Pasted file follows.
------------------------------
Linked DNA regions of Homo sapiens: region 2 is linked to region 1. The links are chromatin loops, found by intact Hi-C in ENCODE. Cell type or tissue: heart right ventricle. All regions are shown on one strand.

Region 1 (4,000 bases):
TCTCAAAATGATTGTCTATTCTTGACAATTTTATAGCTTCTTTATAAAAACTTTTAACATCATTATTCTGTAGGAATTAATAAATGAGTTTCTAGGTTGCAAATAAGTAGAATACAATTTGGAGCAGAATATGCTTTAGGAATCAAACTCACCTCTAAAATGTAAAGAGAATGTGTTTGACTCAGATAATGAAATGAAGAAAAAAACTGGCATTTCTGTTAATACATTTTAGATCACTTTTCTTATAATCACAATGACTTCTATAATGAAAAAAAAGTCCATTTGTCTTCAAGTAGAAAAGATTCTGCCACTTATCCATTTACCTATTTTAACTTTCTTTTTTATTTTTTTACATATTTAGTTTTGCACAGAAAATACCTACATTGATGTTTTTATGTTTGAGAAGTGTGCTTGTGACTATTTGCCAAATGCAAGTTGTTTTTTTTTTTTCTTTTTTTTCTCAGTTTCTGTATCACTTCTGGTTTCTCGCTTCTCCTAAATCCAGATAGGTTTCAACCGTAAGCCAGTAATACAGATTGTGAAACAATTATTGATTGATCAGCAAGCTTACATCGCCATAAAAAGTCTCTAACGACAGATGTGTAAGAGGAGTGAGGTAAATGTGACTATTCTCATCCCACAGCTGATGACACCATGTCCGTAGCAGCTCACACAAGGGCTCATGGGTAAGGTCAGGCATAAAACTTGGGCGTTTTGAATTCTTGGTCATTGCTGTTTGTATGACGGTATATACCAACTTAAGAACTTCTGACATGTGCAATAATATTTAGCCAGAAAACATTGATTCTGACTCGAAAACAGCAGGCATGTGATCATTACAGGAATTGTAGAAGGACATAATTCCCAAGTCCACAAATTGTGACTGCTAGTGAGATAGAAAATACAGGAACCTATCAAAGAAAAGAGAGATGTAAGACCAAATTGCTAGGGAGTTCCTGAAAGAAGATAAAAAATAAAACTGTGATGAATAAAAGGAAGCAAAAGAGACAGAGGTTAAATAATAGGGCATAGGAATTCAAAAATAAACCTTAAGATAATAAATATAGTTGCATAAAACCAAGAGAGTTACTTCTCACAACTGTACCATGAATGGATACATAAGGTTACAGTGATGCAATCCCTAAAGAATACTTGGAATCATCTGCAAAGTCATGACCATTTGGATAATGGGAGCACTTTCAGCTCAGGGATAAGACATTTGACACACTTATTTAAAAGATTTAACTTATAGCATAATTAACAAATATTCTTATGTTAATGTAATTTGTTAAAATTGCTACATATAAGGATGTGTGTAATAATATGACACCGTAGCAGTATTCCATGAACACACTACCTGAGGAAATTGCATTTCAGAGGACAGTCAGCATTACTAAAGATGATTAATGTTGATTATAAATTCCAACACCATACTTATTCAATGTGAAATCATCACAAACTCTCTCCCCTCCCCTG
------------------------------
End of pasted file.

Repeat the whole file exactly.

Linked DNA regions of Homo sapiens: region 2 is linked to region 1. The links are chromatin loops, found by intact Hi-C in ENCODE. Cell type or tissue: heart right ventricle. All regions are shown on one strand.

Region 1 (4,000 bases):
TCTCAAAATGATTGTCTATTCTTGACAATTTTATAGCTTCTTTATAAAAACTTTTAACATCATTATTCTGTAGGAATTAATAAATGAGTTTCTAGGTTGCAAATAAGTAGAATACAATTTGGAGCAGAATATGCTTTAGGAATCAAACTCACCTCTAAAATGTAAAGAGAATGTGTTTGACTCAGATAATGAAATGAAGAAAAAAACTGGCATTTCTGTTAATACATTTTAGATCACTTTTCTTATAATCACAATGACTTCTATAATGAAAAAAAAGTCCATTTGTCTTCAAGTAGAAAAGATTCTGCCACTTATCCATTTACCTATTTTAACTTTCTTTTTTATTTTTTTACATATTTAGTTTTGCACAGAAAATACCTACATTGATGTTTTTATGTTTGAGAAGTGTGCTTGTGACTATTTGCCAAATGCAAGTTGTTTTTTTTTTTTCTTTTTTTTCTCAGTTTCTGTATCACTTCTGGTTTCTCGCTTCTCCTAAATCCAGATAGGTTTCAACCGTAAGCCAGTAATACAGATTGTGAAACAATTATTGATTGATCAGCAAGCTTACATCGCCATAAAAAGTCTCTAACGACAGATGTGTAAGAGGAGTGAGGTAAATGTGACTATTCTCATCCCACAGCTGATGACACCATGTCCGTAGCAGCTCACACAAGGGCTCATGGGTAAGGTCAGGCATAAAACTTGGGCGTTTTGAATTCTTGGTCATTGCTGTTTGTATGACGGTATATACCAACTTAAGAACTTCTGACATGTGCAATAATATTTAGCCAGAAAACATTGATTCTGACTCGAAAACAGCAGGCATGTGATCATTACAGGAATTGTAGAAGGACATAATTCCCAAGTCCACAAATTGTGACTGCTAGTGAGATAGAAAATACAGGAACCTATCAAAGAAAAGAGAGATGTAAGACCAAATTGCTAGGGAGTTCCTGAAAGAAGATAAAAAATAAAACTGTGATGAATAAAAGGAAGCAAAAGAGACAGAGGTTAAATAATAGGGCATAGGAATTCAAAAATAAACCTTAAGATAATAAATATAGTTGCATAAAACCAAGAGAGTTACTTCTCACAACTGTACCATGAATGGATACATAAGGTTACAGTGATGCAATCCCTAAAGAATACTTGGAATCATCTGCAAAGTCATGACCATTTGGATAATGGGAGCACTTTCAGCTCAGGGATAAGACATTTGACACACTTATTTAAAAGATTTAACTTATAGCATAATTAACAAATATTCTTATGTTAATGTAATTTGTTAAAATTGCTACATATAAGGATGTGTGTAATAATATGACACCGTAGCAGTATTCCATGAACACACTACCTGAGGAAATTGCATTTCAGAGGACAGTCAGCATTACTAAAGATGATTAATGTTGATTATAAATTCCAACACCATACTTATTCAATGTGAAATCATCACAAACTCTCTCCCCTCCCCTG